1. Davis argues that the State did not present sufficient evidence to support a verdict of guilty for each charge of which he was convicted. We disagree.
Here, the evidence presented at trial showed that Davis planned to rob Williams but the robbery went badly. Davis admitted to several witnesses that he shot Williams. Davis also participated in taking Williams’ car to where it was burned, and he attempted to cover up his involvement in the crime by fabricating an alibi. Physical evidence linked Davis to the scene of the crime, and Davis later admitted to police that he was present during the commission of the crimes, though he denied any involvement. Davis further admitted to police to hiding certain items at a friend’s house, and police later recovered Williams’ GPS at this location. Viewing the evidence in a light most favorable to the verdicts and deferring to the jury’s assessment of the weight and credibility of the evidence, we find the evidence sufficient to authorize a rational trier of fact to find Davis guilty beyond a reasonable doubt of the crimes for which he was convicted. Jackson v. Virginia, 443 U.S. 307, 319 (III) (B), 99 S.Ct. 2781, 61 L.Ed.2d 560 (1979). See also Allen v. State, 275 Ga. 64, 66 (1), 561 S.E.2d 397 (2002) (“It is the jury’s role to resolve conflicts in the evidence and determine the credibility of witnesses.” (citation and punctuation omitted)).
In particular, as it pertains to the hijacking charge, OCGA § 16-5-44.1 provides:
“A person commits the offense of hijacking a motor vehicle in the first degree when such person while in possession of a firearm or weapon obtains a motor vehicle from an individual or the presence of another individual by force and violence or intimidation or attempts or conspires to do so.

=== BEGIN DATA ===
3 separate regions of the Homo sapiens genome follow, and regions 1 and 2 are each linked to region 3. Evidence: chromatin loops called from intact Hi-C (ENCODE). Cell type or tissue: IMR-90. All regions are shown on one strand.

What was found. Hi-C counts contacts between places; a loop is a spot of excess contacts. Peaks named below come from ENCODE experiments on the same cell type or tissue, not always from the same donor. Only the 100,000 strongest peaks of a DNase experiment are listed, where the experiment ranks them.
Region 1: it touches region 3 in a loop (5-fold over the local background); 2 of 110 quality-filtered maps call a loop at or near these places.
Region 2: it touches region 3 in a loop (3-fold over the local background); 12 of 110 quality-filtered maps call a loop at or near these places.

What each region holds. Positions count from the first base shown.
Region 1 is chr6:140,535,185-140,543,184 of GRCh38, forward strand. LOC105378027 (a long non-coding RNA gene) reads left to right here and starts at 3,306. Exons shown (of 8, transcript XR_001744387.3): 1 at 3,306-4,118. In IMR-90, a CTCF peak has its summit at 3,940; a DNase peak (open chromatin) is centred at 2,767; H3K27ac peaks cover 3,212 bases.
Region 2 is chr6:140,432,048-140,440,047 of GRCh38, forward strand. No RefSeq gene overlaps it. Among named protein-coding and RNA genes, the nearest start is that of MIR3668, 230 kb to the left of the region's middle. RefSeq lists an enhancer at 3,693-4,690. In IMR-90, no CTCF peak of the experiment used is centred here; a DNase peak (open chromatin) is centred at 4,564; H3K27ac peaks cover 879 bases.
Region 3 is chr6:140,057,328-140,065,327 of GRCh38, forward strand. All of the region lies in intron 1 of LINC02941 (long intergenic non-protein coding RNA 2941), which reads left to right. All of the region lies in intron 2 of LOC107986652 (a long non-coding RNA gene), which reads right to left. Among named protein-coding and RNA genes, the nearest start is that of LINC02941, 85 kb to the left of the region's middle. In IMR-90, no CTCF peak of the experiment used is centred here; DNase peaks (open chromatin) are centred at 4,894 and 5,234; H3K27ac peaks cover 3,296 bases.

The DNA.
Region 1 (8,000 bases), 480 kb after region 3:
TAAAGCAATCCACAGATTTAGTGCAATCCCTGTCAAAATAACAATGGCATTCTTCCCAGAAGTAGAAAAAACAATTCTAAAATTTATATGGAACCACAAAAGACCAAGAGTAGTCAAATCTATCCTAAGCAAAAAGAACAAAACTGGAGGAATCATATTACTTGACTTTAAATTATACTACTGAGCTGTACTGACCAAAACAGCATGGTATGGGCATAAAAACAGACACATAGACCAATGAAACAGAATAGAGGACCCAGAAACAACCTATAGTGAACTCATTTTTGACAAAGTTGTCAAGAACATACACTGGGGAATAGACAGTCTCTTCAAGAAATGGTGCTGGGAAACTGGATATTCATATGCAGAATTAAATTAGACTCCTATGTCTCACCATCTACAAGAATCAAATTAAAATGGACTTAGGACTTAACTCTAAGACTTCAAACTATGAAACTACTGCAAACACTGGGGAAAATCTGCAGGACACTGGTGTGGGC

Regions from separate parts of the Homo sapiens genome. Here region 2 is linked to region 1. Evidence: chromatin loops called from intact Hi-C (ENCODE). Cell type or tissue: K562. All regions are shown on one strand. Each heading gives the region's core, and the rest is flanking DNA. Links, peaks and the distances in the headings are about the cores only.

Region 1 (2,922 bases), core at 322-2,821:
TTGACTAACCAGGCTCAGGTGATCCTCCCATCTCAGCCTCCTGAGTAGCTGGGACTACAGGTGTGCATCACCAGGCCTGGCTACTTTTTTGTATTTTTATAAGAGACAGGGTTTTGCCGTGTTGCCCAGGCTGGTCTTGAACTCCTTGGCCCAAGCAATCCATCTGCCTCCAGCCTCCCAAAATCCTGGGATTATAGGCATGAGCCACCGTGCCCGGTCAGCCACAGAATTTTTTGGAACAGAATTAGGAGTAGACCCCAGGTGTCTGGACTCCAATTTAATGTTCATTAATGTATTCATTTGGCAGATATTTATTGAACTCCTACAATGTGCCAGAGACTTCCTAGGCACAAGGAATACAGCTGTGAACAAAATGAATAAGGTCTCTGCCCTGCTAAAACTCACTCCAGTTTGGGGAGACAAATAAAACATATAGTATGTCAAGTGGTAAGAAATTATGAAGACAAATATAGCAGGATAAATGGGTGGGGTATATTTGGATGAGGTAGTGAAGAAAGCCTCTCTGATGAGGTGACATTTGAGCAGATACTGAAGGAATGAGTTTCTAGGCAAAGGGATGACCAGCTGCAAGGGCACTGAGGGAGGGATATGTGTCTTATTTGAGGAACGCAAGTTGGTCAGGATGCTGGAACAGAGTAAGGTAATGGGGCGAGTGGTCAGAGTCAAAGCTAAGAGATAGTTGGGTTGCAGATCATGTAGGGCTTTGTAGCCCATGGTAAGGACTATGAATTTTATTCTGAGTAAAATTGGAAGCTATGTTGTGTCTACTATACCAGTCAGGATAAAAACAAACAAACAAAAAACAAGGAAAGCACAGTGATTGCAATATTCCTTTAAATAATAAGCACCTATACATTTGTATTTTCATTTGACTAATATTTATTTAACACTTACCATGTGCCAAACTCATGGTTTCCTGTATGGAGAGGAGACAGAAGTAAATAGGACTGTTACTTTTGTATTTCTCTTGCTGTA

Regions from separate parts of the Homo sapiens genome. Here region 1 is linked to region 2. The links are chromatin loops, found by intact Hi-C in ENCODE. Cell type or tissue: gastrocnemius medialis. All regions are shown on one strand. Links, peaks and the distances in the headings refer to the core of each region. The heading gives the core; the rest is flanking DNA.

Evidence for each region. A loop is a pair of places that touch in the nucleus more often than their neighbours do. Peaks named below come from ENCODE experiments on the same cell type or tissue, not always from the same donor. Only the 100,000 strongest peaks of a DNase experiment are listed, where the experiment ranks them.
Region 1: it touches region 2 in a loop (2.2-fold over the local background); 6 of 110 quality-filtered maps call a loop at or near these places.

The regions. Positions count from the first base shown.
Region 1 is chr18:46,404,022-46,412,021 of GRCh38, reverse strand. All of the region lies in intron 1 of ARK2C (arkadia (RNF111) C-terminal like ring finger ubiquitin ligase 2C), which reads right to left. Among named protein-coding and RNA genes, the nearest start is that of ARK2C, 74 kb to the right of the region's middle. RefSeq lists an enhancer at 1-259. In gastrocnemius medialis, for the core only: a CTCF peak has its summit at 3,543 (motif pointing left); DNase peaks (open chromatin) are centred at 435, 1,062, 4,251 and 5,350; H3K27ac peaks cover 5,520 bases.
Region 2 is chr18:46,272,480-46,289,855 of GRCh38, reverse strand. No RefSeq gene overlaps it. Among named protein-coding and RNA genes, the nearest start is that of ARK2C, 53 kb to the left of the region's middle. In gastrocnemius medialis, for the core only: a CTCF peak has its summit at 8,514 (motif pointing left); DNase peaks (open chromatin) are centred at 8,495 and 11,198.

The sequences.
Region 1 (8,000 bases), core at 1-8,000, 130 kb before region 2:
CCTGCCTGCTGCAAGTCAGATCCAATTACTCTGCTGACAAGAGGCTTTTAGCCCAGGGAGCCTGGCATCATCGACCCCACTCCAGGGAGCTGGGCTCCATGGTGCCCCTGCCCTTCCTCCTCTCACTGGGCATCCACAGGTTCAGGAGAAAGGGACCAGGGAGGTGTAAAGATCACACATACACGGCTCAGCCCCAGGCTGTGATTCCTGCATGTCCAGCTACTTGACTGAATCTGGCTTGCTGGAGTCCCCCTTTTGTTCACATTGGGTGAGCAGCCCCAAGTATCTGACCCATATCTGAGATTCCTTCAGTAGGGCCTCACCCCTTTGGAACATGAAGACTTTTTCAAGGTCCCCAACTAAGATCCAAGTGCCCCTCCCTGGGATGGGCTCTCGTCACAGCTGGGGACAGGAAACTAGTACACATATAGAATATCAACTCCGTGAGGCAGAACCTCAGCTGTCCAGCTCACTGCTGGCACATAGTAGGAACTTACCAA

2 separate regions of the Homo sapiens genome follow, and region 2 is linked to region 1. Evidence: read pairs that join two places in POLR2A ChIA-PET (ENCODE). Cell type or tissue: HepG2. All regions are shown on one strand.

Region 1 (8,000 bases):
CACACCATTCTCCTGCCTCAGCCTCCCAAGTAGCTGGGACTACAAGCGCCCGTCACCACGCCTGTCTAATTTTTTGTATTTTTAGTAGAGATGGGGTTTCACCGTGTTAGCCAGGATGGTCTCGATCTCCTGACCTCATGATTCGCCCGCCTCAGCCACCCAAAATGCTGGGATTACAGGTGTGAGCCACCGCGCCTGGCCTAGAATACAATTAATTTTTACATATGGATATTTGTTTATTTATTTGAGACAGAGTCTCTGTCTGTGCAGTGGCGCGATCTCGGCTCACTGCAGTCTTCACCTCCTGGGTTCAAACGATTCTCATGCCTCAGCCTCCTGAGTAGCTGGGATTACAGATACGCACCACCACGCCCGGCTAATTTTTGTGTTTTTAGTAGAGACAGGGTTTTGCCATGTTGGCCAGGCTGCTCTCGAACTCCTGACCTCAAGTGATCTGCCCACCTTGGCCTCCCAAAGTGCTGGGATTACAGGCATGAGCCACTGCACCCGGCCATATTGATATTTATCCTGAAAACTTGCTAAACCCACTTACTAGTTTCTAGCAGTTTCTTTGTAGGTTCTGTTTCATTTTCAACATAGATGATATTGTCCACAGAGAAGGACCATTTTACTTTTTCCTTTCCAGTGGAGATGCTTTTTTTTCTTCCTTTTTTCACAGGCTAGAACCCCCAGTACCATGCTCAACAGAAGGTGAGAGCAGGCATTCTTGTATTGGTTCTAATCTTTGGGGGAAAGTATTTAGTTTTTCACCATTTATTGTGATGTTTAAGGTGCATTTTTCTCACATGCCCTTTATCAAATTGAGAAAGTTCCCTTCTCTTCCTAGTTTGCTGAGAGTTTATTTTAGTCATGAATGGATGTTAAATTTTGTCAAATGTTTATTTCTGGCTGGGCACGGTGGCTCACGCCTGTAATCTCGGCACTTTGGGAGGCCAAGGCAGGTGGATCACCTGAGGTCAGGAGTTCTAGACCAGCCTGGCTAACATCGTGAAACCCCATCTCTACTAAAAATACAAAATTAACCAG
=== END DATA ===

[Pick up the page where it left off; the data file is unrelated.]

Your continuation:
Here, the evidence shows that Davis and Cook lured Williams to an isolated location with the intention of taking items of value from him (which could have included his vehicle) and that they used one or more firearms to confront Williams immediately adjacent to the vehicle. At the conclusion of that confrontation, Davis and Cook took possession of Williams’ vehicle. The jury was authorized to conclude from this evidence that Davis was guilty beyond a reasonable doubt of the offense of hijacking a motor vehicle. See DeVaughn v. State, 296 Ga. 475, 476 (1), 769 S.E.2d 70 (2015).
2. Davis next argues that he received ineffective assistance because his trial counsel failed to object to the prosecution’s improper closing argument and to certain hearsay testimony. We disagree.